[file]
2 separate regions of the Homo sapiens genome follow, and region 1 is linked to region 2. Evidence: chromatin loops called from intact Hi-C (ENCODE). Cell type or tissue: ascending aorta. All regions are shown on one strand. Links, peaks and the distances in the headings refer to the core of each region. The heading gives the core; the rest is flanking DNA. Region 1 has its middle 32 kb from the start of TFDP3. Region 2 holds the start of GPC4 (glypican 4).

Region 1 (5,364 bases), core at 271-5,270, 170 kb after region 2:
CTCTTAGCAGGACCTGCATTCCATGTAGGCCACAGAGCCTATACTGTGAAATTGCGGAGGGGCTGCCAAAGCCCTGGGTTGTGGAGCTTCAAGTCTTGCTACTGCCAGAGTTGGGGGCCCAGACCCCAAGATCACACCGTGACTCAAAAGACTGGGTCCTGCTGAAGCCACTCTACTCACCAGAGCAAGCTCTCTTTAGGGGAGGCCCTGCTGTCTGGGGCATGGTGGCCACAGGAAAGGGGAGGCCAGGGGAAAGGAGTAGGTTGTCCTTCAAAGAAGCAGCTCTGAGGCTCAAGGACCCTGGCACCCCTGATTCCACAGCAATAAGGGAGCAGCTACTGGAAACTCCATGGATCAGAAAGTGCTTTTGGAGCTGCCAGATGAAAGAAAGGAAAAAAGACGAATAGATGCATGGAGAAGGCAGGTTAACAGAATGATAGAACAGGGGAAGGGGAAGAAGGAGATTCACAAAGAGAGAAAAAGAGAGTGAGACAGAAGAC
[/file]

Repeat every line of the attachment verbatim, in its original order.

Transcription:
2 separate regions of the Homo sapiens genome follow, and region 1 is linked to region 2. Evidence: chromatin loops called from intact Hi-C (ENCODE). Cell type or tissue: ascending aorta. All regions are shown on one strand. Links, peaks and the distances in the headings refer to the core of each region. The heading gives the core; the rest is flanking DNA. Region 1 has its middle 32 kb from the start of TFDP3. Region 2 holds the start of GPC4 (glypican 4).

Region 1 (5,364 bases), core at 271-5,270, 170 kb after region 2:
CTCTTAGCAGGACCTGCATTCCATGTAGGCCACAGAGCCTATACTGTGAAATTGCGGAGGGGCTGCCAAAGCCCTGGGTTGTGGAGCTTCAAGTCTTGCTACTGCCAGAGTTGGGGGCCCAGACCCCAAGATCACACCGTGACTCAAAAGACTGGGTCCTGCTGAAGCCACTCTACTCACCAGAGCAAGCTCTCTTTAGGGGAGGCCCTGCTGTCTGGGGCATGGTGGCCACAGGAAAGGGGAGGCCAGGGGAAAGGAGTAGGTTGTCCTTCAAAGAAGCAGCTCTGAGGCTCAAGGACCCTGGCACCCCTGATTCCACAGCAATAAGGGAGCAGCTACTGGAAACTCCATGGATCAGAAAGTGCTTTTGGAGCTGCCAGATGAAAGAAAGGAAAAAAGACGAATAGATGCATGGAGAAGGCAGGTTAACAGAATGATAGAACAGGGGAAGGGGAAGAAGGAGATTCACAAAGAGAGAAAAAGAGAGTGAGACAGAAGAC